PROVIDENCE, R.I. (WPRI) ─ As the R.I. General Assembly begins to address a more than $600-million deficit in the state’s budget, one lawmaker believes the safety precautions that allowed them to return to the State House cost tax payers more than it should have.

Lawmakers returned to the State House Wednesday for the first time since mid-March. In an effort to try and prevent the spread of the coronavirus among lawmakers and staff, three-sided plexiglass partitions were installed around the House’s 75 desks and the Senate’s 38 desks, as well as around the rostrums where the House Speaker and Senate President preside.

Invoices from the R.I. Department of Administration show the state utilized its existing contract with W.B. Mason to purchase and install the dividers – a project that cost $166,542.

But Rep. Michael Chippendale, who said he had previously owned a similar business, ran the numbers and received quotes from his former associates. He said his math shows the numbers don’t add up, and the project was way too costly.

“It seems like we really tried hard to make this as expensive and as complicated as possible,” Chippendale said.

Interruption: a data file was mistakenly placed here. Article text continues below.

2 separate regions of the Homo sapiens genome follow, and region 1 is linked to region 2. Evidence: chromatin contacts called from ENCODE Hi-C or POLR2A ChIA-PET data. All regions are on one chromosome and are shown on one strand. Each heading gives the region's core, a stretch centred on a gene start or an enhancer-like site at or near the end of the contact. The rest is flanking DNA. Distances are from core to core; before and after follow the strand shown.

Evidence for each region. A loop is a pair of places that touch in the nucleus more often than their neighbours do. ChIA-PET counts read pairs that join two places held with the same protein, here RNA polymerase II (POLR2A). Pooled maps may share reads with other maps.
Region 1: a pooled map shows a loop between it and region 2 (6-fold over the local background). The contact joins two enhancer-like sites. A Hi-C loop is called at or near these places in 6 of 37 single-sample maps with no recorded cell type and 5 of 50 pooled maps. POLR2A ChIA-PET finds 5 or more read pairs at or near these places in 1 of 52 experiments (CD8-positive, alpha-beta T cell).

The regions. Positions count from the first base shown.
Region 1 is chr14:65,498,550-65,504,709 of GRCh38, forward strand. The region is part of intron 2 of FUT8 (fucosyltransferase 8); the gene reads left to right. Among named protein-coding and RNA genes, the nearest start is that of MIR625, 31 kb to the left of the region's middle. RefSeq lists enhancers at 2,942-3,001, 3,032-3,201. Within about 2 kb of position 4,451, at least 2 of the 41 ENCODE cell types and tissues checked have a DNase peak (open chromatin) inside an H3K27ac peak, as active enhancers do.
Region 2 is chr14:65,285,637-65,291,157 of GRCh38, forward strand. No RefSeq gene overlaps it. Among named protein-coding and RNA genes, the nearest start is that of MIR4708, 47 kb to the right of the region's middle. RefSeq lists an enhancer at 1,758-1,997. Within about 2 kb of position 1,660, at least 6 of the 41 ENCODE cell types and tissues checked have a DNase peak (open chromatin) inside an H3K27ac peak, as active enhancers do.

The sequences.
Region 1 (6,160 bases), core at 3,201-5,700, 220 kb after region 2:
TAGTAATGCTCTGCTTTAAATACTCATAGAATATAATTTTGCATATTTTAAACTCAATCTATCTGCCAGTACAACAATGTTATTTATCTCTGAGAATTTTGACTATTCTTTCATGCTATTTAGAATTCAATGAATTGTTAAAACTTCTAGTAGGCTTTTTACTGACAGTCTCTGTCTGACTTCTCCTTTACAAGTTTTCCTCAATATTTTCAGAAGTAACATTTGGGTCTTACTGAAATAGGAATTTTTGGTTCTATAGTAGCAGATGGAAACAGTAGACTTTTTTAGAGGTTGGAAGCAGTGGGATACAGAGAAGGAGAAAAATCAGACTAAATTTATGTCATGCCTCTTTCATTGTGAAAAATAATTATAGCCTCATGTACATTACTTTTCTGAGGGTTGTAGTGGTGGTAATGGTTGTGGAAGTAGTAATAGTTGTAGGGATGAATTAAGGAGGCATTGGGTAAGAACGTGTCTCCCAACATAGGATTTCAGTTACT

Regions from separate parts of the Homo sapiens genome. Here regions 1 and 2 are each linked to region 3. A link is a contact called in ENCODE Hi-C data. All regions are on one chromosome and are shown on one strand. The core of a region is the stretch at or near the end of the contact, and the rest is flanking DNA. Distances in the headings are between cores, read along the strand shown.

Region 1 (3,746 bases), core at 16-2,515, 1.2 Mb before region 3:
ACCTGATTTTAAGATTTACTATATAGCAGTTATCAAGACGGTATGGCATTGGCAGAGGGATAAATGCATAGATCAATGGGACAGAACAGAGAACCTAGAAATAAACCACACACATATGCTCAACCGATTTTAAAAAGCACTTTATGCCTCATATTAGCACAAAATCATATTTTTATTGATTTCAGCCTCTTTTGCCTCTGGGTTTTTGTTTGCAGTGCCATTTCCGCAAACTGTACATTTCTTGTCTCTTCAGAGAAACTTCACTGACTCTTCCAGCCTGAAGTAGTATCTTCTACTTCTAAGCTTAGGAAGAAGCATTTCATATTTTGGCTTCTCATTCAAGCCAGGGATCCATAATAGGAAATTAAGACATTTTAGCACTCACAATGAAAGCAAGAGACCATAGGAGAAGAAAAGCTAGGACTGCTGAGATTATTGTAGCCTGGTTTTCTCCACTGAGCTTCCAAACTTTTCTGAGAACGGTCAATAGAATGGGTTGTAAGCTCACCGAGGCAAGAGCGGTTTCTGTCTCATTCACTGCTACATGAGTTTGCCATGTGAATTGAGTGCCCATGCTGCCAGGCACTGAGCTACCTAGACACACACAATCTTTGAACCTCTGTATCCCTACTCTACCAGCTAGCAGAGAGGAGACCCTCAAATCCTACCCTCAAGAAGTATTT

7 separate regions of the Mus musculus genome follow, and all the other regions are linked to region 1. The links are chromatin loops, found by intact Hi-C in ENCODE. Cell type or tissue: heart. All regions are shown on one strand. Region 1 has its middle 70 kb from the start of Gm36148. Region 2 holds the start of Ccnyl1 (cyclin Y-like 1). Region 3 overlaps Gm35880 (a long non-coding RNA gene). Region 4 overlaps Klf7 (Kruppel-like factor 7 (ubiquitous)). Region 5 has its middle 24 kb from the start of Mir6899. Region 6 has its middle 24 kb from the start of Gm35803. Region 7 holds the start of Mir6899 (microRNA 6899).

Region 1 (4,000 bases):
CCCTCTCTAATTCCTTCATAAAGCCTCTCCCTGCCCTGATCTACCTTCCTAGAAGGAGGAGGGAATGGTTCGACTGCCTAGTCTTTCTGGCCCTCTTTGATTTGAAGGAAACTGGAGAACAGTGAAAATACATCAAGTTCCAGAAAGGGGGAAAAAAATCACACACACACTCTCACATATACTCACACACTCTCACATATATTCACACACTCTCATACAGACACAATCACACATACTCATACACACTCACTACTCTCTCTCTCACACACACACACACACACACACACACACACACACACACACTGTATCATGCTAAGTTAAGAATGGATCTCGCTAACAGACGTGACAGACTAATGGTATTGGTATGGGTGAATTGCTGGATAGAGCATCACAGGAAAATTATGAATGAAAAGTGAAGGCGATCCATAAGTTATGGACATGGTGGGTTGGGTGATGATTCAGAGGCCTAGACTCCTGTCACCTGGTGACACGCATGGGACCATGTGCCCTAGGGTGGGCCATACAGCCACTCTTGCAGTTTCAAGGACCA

The state paid, on average, $1,448 per seat, which Chippendale said is nearly four times more than estimates from local businesses.

“I struggled to get the price up to $500 a piece,” Chippendale said.

A spokesperson for House Speaker Nicholas Mattiello tells Eyewitness News the DOA handled the pricing with the contractor through an existing “Master Price Agreement,” adding the cost of the dividers and their installation will likely be covered by the federal COVID-19 Relief Fund.

Besides the cost, Chippendale argues that the dividers don’t serve their intended purpose and will only lead to more issues down the road.

“You hear voices bouncing oddly, you don’t know if it’s coming from you, the speaker or somebody sitting next to you,” Chippendale said. “This is going to seriously limit the legitimate legislative process of having a debate and having a dialogue, and asking questions and having them answered.”

John Marion of Common Cause Rhode Island tells Eyewitness News both Massachusetts and other public agencies in Rhode Island have been using Zoom to meet remotely at a much lower cost than the dividers.

He said in Rhode Island specifically, the state purchased Zoom accounts that are being used daily by 39 cities and towns for roughly $13,000.